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Best Love Songs Ever: 60 Timeless Tracks For Lifelong Lovers
List & Guides

Best Love Songs Ever: 60 Timeless Tracks For Lifelong Lovers

From lung-busting ballads to intimate sentiments, the best love songs can put into words the feelings we find it hardest to express.

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We all have songs that take us to a special place in our hearts. For many of us, the most sacred are the ones that make us feel all gooey and warm inside, giving us a goofy grin we just can’t shake – and the best love songs can elicit the most gooey feelings and the goofiest grins, whether you’re cooking a romantic meal or sitting on a cushion-covered, candle-lit floor, whispering sweet nothings to each other.

But love isn’t only that. The best love songs also engage with love’s complexities and deal with the flutters of uncertainty that give love its exquisite pain.

Need help saying how you feel, or want to get your loved-one up and dancing? Don’t say another word – we have you covered, thanks to the best love songs of all time.

Listen to our Love Songs playlist here, and check out our best love songs, below.

60: Carly Simon: The Right Thing To Do (1973)

“I start with words that are usually emotionally brought on,” Carly Simon said in 2017. Making its way into this list of the best love songs is a track that documents one of popular music’s most famous, if combustible pairings – Carly Simon and James Taylor. Written three months into their relationship, for Simon’s third album, No Secrets, the song features the classic opening line “There’s nothing you can do to turn me away”. This was meant literally by Simon, as Taylor had recently revealed to her his struggles with addiction, and Simon assured Taylor that she would stay with him. One of the best Carly Simon songs, The Right Thing To Do has been a classic of devotion and standing together through life’s challenges ever since.

59: Jason Mraz: I’m Yours (2008)

Few songs capture the joy of being head over heels in love as brilliantly as I’m Yours by Jason Mraz. Described by the songwriter as being “about finally giving into love and life’s possibilities”, it’s a reggae-tinged slice of summer romance that became a Top 10 hit in the US. Bouncy and upbeat, I’m Yours is one of the best love songs to speak of going with the flow of a relationship and not overthinking things. In this age of mindfulness apps and yoga retreats, it’s a message that’s more relevant than over.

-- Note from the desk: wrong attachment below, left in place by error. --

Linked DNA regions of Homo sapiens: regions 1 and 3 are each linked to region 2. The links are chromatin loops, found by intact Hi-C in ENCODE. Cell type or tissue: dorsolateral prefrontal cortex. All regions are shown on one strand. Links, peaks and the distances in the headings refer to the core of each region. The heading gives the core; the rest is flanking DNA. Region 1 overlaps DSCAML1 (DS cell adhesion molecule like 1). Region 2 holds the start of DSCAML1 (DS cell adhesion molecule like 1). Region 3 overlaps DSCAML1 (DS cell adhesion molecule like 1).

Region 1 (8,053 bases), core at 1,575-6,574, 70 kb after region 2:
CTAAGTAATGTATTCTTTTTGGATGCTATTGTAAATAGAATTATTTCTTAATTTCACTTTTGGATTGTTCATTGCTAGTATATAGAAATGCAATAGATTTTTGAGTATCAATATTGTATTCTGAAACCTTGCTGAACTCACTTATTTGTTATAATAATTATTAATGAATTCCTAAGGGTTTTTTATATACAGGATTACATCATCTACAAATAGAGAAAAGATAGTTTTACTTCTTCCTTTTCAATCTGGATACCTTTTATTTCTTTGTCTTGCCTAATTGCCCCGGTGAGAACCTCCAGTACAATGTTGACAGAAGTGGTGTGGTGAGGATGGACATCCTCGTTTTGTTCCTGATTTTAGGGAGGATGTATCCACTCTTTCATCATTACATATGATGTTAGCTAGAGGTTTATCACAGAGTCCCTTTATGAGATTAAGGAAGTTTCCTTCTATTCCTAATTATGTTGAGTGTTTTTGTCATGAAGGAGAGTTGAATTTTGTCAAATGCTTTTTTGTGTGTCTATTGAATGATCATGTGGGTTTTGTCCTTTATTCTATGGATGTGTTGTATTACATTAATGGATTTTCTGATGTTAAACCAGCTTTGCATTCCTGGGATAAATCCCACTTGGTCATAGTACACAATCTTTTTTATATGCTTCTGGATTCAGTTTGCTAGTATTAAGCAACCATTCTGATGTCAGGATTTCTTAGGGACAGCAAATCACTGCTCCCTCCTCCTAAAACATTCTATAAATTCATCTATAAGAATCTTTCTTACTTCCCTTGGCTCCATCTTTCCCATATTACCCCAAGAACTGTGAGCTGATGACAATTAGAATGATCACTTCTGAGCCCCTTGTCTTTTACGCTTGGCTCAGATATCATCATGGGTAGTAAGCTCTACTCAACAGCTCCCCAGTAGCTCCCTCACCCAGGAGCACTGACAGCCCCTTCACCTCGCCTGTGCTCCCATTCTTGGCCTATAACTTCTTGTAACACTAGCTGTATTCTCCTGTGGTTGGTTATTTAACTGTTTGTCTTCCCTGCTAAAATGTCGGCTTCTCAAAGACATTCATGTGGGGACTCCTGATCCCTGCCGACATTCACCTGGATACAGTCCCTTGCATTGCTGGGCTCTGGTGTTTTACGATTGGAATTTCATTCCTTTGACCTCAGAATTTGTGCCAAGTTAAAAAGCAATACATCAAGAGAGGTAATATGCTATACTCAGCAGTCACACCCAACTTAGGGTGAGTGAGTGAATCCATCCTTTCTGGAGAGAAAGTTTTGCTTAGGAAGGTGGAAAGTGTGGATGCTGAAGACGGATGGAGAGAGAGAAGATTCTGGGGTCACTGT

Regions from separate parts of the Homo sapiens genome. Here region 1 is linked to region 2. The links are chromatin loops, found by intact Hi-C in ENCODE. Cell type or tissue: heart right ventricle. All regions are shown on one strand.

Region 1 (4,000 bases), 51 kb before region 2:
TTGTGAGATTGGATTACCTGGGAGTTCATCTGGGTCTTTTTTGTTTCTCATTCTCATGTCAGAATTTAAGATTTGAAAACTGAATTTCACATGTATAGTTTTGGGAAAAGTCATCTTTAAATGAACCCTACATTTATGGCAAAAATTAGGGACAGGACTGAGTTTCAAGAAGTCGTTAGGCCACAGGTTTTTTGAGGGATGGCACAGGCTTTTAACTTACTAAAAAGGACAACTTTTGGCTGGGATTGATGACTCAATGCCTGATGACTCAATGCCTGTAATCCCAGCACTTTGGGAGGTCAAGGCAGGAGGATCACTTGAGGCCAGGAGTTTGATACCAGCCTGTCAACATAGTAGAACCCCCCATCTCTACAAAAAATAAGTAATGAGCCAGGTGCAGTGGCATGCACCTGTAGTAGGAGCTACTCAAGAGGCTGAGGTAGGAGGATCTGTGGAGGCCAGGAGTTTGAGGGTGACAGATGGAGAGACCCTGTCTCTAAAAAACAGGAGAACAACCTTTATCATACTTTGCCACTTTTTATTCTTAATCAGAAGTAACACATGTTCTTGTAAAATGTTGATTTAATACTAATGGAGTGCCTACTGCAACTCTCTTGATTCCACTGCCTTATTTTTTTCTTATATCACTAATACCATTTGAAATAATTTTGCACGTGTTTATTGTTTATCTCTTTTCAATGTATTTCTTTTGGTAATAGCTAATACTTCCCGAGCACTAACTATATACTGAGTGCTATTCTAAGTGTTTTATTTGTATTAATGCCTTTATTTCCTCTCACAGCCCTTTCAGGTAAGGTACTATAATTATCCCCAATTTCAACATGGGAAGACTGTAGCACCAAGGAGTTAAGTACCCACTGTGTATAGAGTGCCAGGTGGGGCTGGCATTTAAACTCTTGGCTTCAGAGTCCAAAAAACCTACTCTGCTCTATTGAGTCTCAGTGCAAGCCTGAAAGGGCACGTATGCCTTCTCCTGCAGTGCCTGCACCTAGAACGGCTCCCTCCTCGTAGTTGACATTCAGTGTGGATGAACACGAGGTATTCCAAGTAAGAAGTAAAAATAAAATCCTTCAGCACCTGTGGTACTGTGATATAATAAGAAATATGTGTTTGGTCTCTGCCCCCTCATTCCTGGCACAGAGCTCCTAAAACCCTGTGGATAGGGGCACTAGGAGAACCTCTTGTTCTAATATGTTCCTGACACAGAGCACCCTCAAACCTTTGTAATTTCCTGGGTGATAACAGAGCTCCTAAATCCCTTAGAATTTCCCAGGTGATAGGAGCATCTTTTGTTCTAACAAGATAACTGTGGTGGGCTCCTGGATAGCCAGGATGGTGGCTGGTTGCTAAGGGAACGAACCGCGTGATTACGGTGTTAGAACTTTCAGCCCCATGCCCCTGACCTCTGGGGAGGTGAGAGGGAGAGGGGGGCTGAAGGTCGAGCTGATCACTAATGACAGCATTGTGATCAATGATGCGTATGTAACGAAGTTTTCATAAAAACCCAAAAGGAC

58: James Blunt: You’re Beautiful (2004)

Eternally popular, James Blunt’s Grammy-winning hit from 2004, You’re Beautiful, is as inescapable as a besotted lover. Regularly played on commercial radio throughout the 2000s and selling more than four million copies worldwide, You’re Beautiful also stands as one of the best James Blunt songs. It was written about Blunt’s ex-girlfriend and boasted a catchy chorus that, even after all these years, remains stuck in your head. Though Blunt has denied the song’s romantic interpretation, there are many who would disagree, especially if its popularity as a wedding song is anything to go by…

57: Janelle Monáe: Make Me Feel (2018)

Many of the best Janelle Monáe songs celebrate love across boundaries and expectations. Via her ongoing multimedia Metropolis project, she explores human-android passion; and within other songs she explicitly celebrates being (in her own words) “a queer Black woman in America”. From Monáe’s 2018 album, Dirty Computer, Make Me Feel, with lyrics that get to the heart of how contrary love can feel (“I’m powerful with a little bit of tender”), is a wonderful track that believes true love starts with true self-acceptance. In the spirit of the lyrics, the song is accompanied by a video that revels in bisexuality: even the colours of the bisexual pride flag are coded into the clip’s lighting.

56: John Legend: All Of Me (2013)